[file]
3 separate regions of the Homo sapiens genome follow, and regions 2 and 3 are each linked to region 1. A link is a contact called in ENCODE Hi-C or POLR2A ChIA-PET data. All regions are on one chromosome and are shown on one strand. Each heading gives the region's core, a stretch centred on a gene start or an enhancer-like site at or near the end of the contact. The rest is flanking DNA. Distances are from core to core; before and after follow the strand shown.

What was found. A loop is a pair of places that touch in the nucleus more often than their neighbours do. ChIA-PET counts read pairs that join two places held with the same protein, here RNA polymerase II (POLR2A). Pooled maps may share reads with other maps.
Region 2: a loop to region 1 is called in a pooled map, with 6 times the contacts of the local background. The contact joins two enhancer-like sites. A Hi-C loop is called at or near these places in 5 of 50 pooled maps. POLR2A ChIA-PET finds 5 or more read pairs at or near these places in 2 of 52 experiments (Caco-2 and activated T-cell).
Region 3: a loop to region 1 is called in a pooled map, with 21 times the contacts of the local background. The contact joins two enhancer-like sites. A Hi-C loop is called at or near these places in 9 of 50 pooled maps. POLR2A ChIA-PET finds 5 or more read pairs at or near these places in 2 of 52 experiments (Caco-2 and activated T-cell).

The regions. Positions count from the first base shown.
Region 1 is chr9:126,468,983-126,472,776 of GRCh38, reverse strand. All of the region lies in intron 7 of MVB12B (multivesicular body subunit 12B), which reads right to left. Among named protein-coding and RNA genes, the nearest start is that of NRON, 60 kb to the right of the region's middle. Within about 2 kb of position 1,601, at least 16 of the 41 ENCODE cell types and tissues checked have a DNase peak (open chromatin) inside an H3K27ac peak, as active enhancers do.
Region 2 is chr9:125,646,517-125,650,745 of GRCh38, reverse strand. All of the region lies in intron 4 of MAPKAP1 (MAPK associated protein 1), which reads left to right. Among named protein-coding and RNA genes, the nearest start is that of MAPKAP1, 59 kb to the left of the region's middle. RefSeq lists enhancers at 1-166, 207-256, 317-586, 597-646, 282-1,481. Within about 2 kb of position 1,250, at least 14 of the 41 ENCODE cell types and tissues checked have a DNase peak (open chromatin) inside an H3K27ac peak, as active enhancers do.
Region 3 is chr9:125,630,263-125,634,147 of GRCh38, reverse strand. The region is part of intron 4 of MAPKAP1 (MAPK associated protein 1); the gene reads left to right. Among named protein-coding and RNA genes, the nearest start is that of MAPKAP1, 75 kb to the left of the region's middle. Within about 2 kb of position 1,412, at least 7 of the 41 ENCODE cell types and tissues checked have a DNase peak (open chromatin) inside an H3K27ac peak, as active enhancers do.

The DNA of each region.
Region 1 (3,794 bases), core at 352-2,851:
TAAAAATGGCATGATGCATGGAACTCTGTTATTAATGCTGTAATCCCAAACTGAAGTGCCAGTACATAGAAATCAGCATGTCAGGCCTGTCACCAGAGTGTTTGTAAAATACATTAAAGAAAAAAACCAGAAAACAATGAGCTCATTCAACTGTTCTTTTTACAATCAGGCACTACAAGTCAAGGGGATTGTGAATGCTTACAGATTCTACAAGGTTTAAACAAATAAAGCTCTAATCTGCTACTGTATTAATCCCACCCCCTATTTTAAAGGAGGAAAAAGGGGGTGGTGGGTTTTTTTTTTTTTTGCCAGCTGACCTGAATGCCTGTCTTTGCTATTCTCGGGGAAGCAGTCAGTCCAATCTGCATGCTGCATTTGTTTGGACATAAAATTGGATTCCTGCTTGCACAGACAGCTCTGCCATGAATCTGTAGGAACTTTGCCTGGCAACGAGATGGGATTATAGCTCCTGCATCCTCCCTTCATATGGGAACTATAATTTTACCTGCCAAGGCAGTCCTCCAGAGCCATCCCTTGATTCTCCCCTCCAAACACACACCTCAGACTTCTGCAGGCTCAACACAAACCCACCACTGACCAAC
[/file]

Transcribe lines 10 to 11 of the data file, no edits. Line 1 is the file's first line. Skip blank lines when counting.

Region 1 (3,794 bases), core at 352-2,851:
TAAAAATGGCATGATGCATGGAACTCTGTTATTAATGCTGTAATCCCAAACTGAAGTGCCAGTACATAGAAATCAGCATGTCAGGCCTGTCACCAGAGTGTTTGTAAAATACATTAAAGAAAAAAACCAGAAAACAATGAGCTCATTCAACTGTTCTTTTTACAATCAGGCACTACAAGTCAAGGGGATTGTGAATGCTTACAGATTCTACAAGGTTTAAACAAATAAAGCTCTAATCTGCTACTGTATTAATCCCACCCCCTATTTTAAAGGAGGAAAAAGGGGGTGGTGGGTTTTTTTTTTTTTTGCCAGCTGACCTGAATGCCTGTCTTTGCTATTCTCGGGGAAGCAGTCAGTCCAATCTGCATGCTGCATTTGTTTGGACATAAAATTGGATTCCTGCTTGCACAGACAGCTCTGCCATGAATCTGTAGGAACTTTGCCTGGCAACGAGATGGGATTATAGCTCCTGCATCCTCCCTTCATATGGGAACTATAATTTTACCTGCCAAGGCAGTCCTCCAGAGCCATCCCTTGATTCTCCCCTCCAAACACACACCTCAGACTTCTGCAGGCTCAACACAAACCCACCACTGACCAAC